The Memory Key
By Liana Liu
Expected publication March 3, 2015 by HarperTeen
A heroic incident causes damage to Lora's memory key and she starts remembering things she never has before. These new memories seem to suggest that something other than a car accident happened to her mother, that perhaps it wasn't an accident after all. Now, Lora will stop at nothing to uncover the truth, no matter how dangerous it may be.
Sometimes I think I read too much speculative fiction. Sometimes I wonder if that makes me too picky about my speculative fiction particularly for middle-grade or teen audiences. And sometimes I wonder if that makes me dislike books that I might not otherwise have problems with or if the books just sometimes aren't that good.
Obviously, I know that not all books are winners. But let's take this book. This is a book that I wonder if I might have enjoyed more if I didn't read quite so much speculative fiction. It's got an interesting premise: set in a future version of our world overrun with an Alzheimer's-like disease, people are implanted with memory keys which help them retain all their memories. Science such as this leads to interesting questions about privacy - where are those memories being stored? Who has access to them? Who decides if and when a memory should be altered? Would we really want to allow the government or a private corporation access to our brains like this?
Aside from these interesting questions, though, this book doesn't have much going for it, at least not to my speculative fiction-addled brain. Though it's clear this book is set in the future, there is very minimal world-building. Readers are given the basics of the Vergets epidemic and the history of the scientists working to combat it. But the setting is very vague otherwise - how far in the future are we looking? I'm pretty sure it takes place in the United States, but I'm not sure of anything more specific than that.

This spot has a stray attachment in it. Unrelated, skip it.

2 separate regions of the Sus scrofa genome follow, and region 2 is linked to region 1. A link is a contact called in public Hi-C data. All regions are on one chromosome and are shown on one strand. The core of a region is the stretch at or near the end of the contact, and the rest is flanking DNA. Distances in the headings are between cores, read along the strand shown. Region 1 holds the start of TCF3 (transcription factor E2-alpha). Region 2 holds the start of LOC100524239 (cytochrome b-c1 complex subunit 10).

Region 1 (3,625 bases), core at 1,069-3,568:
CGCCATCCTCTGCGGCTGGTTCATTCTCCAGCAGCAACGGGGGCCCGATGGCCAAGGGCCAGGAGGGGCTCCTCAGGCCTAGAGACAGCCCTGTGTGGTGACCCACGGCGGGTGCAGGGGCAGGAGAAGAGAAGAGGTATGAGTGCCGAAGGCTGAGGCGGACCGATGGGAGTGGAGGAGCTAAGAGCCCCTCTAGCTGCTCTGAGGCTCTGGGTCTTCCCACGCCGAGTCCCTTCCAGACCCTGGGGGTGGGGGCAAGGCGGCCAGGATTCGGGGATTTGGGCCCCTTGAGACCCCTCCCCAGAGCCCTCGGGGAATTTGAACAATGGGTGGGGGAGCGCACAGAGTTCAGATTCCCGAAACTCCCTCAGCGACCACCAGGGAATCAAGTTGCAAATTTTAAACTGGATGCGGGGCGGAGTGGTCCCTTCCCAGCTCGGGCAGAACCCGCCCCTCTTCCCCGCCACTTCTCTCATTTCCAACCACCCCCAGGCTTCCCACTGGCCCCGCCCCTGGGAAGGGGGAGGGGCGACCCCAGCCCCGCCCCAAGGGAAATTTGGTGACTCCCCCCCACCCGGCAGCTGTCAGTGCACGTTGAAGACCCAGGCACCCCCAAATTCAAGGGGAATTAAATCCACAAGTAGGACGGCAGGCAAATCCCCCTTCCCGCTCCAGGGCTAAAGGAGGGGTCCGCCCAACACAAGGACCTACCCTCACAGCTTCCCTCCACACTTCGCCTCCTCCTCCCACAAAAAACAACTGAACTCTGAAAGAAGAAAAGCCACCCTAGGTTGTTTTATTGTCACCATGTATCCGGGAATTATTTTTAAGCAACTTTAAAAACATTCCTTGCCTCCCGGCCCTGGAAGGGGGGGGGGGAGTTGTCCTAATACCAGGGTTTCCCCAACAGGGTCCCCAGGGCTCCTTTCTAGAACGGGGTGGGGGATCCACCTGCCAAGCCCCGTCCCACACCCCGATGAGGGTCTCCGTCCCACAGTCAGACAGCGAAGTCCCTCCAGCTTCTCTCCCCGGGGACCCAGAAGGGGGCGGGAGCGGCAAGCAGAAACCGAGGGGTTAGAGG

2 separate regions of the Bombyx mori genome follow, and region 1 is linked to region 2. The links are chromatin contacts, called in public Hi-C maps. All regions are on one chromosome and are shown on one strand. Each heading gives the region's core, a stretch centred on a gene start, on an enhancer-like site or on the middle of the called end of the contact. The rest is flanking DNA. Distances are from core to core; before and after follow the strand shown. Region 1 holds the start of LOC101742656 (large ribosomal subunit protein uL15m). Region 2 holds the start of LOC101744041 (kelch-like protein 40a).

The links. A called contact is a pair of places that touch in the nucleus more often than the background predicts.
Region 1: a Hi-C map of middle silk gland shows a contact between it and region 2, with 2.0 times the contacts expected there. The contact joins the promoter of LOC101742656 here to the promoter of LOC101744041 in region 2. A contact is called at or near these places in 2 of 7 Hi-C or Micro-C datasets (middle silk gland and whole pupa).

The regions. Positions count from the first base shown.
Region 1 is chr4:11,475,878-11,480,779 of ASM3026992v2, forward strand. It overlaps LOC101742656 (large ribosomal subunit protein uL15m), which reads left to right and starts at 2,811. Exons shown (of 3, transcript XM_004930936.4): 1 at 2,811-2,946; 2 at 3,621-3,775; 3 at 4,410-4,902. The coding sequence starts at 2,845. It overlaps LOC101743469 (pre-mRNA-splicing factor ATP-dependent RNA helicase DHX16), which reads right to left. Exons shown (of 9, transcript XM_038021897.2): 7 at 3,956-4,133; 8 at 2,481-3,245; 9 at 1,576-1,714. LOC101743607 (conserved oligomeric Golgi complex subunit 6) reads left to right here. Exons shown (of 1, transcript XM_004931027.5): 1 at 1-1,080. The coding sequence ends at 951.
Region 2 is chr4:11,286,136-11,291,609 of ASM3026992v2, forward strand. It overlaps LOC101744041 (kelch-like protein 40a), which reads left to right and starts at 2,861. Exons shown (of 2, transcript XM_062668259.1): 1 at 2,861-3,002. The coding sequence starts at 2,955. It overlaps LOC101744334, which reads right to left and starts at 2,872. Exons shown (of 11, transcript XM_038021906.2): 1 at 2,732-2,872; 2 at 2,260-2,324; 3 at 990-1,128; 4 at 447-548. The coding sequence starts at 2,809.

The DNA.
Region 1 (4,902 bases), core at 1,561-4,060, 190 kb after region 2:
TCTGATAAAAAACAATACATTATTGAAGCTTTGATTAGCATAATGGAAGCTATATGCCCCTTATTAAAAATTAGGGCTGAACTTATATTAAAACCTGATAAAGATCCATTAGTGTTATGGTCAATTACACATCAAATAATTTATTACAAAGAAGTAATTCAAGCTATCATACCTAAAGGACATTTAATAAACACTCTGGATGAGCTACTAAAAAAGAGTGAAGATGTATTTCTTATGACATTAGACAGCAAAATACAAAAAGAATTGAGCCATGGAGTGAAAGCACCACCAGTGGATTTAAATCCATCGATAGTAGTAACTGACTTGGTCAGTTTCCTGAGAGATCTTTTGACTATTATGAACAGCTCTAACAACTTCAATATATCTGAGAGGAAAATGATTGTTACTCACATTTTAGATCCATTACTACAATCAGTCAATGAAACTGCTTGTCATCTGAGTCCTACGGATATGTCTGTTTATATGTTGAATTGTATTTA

And then there's Lora. For much of the book, I found her unbelievable and flat. Her reactions to the incredible situations she keeps finding herself in don't seem reasonable. She seems to have very little emotional affect - even when describing a previous crush or an embarrassing moment, she seems distanced from any actual emotions that would be connected to these memories. Worse, even her descriptions of the grief she feels at losing her mother felt flat for me. In addition, her reactions don't seem normal. When her memory key begins to malfunction, she doesn't seem overly concerned. Liu tells me that she's so happy to have memories of her mother that she ignores the urge to fix her key, but she doesn't show me in ways that make me believe her. Lora also seems to have very little sense of logic; her investigations into her new memories and her mother's accident seem haphazard at best, if not just plain lucky.
Because of Lora's flat affect, the romance completely bombed for me. It felt both unnecessary and disingenuous. The twist also wasn't as compelling for me for the same reason. All of these bits add up to a book that I found flawed and uninteresting. I wonder, though, if I didn't read so much excellent speculative fiction if I would have noticed some of these things as much. There are some good action sequences in the book, and it moves along relatively well. Other readers might not see the twists coming, either. Ultimately, this one just didn't really work for me.
Thanks to the publisher for a digital advance reader's copy, provided via Edelweiss.